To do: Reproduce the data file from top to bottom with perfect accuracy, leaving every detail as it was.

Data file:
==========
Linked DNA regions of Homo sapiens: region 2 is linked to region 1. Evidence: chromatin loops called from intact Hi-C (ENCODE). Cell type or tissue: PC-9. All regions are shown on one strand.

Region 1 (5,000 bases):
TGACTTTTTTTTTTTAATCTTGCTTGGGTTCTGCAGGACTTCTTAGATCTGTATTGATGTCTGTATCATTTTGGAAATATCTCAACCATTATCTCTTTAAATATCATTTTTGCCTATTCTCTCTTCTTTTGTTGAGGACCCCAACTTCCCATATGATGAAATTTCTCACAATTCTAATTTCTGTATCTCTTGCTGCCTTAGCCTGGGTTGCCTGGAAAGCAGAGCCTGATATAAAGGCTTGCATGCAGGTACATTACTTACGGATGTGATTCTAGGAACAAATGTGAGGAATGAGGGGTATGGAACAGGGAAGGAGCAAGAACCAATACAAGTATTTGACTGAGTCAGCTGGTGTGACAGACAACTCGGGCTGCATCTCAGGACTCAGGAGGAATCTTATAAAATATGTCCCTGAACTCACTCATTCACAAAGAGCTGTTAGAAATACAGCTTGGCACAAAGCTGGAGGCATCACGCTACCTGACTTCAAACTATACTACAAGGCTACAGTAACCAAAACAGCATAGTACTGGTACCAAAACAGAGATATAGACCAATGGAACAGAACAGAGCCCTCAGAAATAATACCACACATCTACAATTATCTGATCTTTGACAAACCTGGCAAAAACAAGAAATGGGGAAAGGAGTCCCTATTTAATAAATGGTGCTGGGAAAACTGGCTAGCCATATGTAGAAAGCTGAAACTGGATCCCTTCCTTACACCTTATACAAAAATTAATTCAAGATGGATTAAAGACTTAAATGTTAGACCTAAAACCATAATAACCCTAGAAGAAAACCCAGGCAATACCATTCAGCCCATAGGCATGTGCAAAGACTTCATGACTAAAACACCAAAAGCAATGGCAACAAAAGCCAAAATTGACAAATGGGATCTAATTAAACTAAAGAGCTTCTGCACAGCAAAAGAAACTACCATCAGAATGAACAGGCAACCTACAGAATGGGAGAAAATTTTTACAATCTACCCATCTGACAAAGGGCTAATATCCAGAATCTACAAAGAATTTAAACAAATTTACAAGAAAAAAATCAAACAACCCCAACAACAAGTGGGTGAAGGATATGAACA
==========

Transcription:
Linked DNA regions of Homo sapiens: region 2 is linked to region 1. Evidence: chromatin loops called from intact Hi-C (ENCODE). Cell type or tissue: PC-9. All regions are shown on one strand.

Region 1 (5,000 bases):
TGACTTTTTTTTTTTAATCTTGCTTGGGTTCTGCAGGACTTCTTAGATCTGTATTGATGTCTGTATCATTTTGGAAATATCTCAACCATTATCTCTTTAAATATCATTTTTGCCTATTCTCTCTTCTTTTGTTGAGGACCCCAACTTCCCATATGATGAAATTTCTCACAATTCTAATTTCTGTATCTCTTGCTGCCTTAGCCTGGGTTGCCTGGAAAGCAGAGCCTGATATAAAGGCTTGCATGCAGGTACATTACTTACGGATGTGATTCTAGGAACAAATGTGAGGAATGAGGGGTATGGAACAGGGAAGGAGCAAGAACCAATACAAGTATTTGACTGAGTCAGCTGGTGTGACAGACAACTCGGGCTGCATCTCAGGACTCAGGAGGAATCTTATAAAATATGTCCCTGAACTCACTCATTCACAAAGAGCTGTTAGAAATACAGCTTGGCACAAAGCTGGAGGCATCACGCTACCTGACTTCAAACTATACTACAAGGCTACAGTAACCAAAACAGCATAGTACTGGTACCAAAACAGAGATATAGACCAATGGAACAGAACAGAGCCCTCAGAAATAATACCACACATCTACAATTATCTGATCTTTGACAAACCTGGCAAAAACAAGAAATGGGGAAAGGAGTCCCTATTTAATAAATGGTGCTGGGAAAACTGGCTAGCCATATGTAGAAAGCTGAAACTGGATCCCTTCCTTACACCTTATACAAAAATTAATTCAAGATGGATTAAAGACTTAAATGTTAGACCTAAAACCATAATAACCCTAGAAGAAAACCCAGGCAATACCATTCAGCCCATAGGCATGTGCAAAGACTTCATGACTAAAACACCAAAAGCAATGGCAACAAAAGCCAAAATTGACAAATGGGATCTAATTAAACTAAAGAGCTTCTGCACAGCAAAAGAAACTACCATCAGAATGAACAGGCAACCTACAGAATGGGAGAAAATTTTTACAATCTACCCATCTGACAAAGGGCTAATATCCAGAATCTACAAAGAATTTAAACAAATTTACAAGAAAAAAATCAAACAACCCCAACAACAAGTGGGTGAAGGATATGAACA